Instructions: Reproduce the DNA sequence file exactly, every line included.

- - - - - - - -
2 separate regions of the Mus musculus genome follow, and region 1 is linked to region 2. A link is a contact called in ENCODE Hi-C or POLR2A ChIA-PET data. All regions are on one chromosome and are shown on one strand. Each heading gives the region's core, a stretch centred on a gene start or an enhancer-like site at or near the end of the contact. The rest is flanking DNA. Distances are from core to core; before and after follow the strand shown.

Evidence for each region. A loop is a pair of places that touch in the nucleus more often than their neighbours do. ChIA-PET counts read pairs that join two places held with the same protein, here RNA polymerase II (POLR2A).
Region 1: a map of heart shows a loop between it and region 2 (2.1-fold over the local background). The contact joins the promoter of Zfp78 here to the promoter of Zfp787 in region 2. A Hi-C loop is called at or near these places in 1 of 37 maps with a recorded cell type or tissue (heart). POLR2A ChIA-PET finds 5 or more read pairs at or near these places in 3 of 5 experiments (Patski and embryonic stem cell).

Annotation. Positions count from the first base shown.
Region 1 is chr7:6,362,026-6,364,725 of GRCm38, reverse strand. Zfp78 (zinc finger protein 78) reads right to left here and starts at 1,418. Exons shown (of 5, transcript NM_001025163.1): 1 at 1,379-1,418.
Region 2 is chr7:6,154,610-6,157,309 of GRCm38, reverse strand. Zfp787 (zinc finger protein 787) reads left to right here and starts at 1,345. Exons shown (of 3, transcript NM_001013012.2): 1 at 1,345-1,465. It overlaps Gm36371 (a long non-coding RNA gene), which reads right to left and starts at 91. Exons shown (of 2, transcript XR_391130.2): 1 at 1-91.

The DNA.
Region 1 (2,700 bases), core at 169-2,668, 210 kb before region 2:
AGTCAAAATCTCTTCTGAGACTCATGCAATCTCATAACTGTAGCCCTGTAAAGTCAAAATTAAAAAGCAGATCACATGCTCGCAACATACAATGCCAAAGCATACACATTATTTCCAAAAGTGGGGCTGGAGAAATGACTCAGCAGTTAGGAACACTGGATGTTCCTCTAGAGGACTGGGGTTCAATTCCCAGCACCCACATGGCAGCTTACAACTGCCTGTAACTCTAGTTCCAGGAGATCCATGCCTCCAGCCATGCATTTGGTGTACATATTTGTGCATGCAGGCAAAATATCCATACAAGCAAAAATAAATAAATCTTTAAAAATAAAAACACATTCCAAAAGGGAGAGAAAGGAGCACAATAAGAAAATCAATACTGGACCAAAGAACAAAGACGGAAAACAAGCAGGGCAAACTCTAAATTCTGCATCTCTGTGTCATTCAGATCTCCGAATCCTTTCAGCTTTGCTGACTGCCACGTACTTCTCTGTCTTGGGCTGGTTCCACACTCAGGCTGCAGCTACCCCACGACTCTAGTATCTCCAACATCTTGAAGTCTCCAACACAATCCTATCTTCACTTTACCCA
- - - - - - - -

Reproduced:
2 separate regions of the Mus musculus genome follow, and region 1 is linked to region 2. A link is a contact called in ENCODE Hi-C or POLR2A ChIA-PET data. All regions are on one chromosome and are shown on one strand. Each heading gives the region's core, a stretch centred on a gene start or an enhancer-like site at or near the end of the contact. The rest is flanking DNA. Distances are from core to core; before and after follow the strand shown.

Evidence for each region. A loop is a pair of places that touch in the nucleus more often than their neighbours do. ChIA-PET counts read pairs that join two places held with the same protein, here RNA polymerase II (POLR2A).
Region 1: a map of heart shows a loop between it and region 2 (2.1-fold over the local background). The contact joins the promoter of Zfp78 here to the promoter of Zfp787 in region 2. A Hi-C loop is called at or near these places in 1 of 37 maps with a recorded cell type or tissue (heart). POLR2A ChIA-PET finds 5 or more read pairs at or near these places in 3 of 5 experiments (Patski and embryonic stem cell).

Annotation. Positions count from the first base shown.
Region 1 is chr7:6,362,026-6,364,725 of GRCm38, reverse strand. Zfp78 (zinc finger protein 78) reads right to left here and starts at 1,418. Exons shown (of 5, transcript NM_001025163.1): 1 at 1,379-1,418.
Region 2 is chr7:6,154,610-6,157,309 of GRCm38, reverse strand. Zfp787 (zinc finger protein 787) reads left to right here and starts at 1,345. Exons shown (of 3, transcript NM_001013012.2): 1 at 1,345-1,465. It overlaps Gm36371 (a long non-coding RNA gene), which reads right to left and starts at 91. Exons shown (of 2, transcript XR_391130.2): 1 at 1-91.

The DNA.
Region 1 (2,700 bases), core at 169-2,668, 210 kb before region 2:
AGTCAAAATCTCTTCTGAGACTCATGCAATCTCATAACTGTAGCCCTGTAAAGTCAAAATTAAAAAGCAGATCACATGCTCGCAACATACAATGCCAAAGCATACACATTATTTCCAAAAGTGGGGCTGGAGAAATGACTCAGCAGTTAGGAACACTGGATGTTCCTCTAGAGGACTGGGGTTCAATTCCCAGCACCCACATGGCAGCTTACAACTGCCTGTAACTCTAGTTCCAGGAGATCCATGCCTCCAGCCATGCATTTGGTGTACATATTTGTGCATGCAGGCAAAATATCCATACAAGCAAAAATAAATAAATCTTTAAAAATAAAAACACATTCCAAAAGGGAGAGAAAGGAGCACAATAAGAAAATCAATACTGGACCAAAGAACAAAGACGGAAAACAAGCAGGGCAAACTCTAAATTCTGCATCTCTGTGTCATTCAGATCTCCGAATCCTTTCAGCTTTGCTGACTGCCACGTACTTCTCTGTCTTGGGCTGGTTCCACACTCAGGCTGCAGCTACCCCACGACTCTAGTATCTCCAACATCTTGAAGTCTCCAACACAATCCTATCTTCACTTTACCCA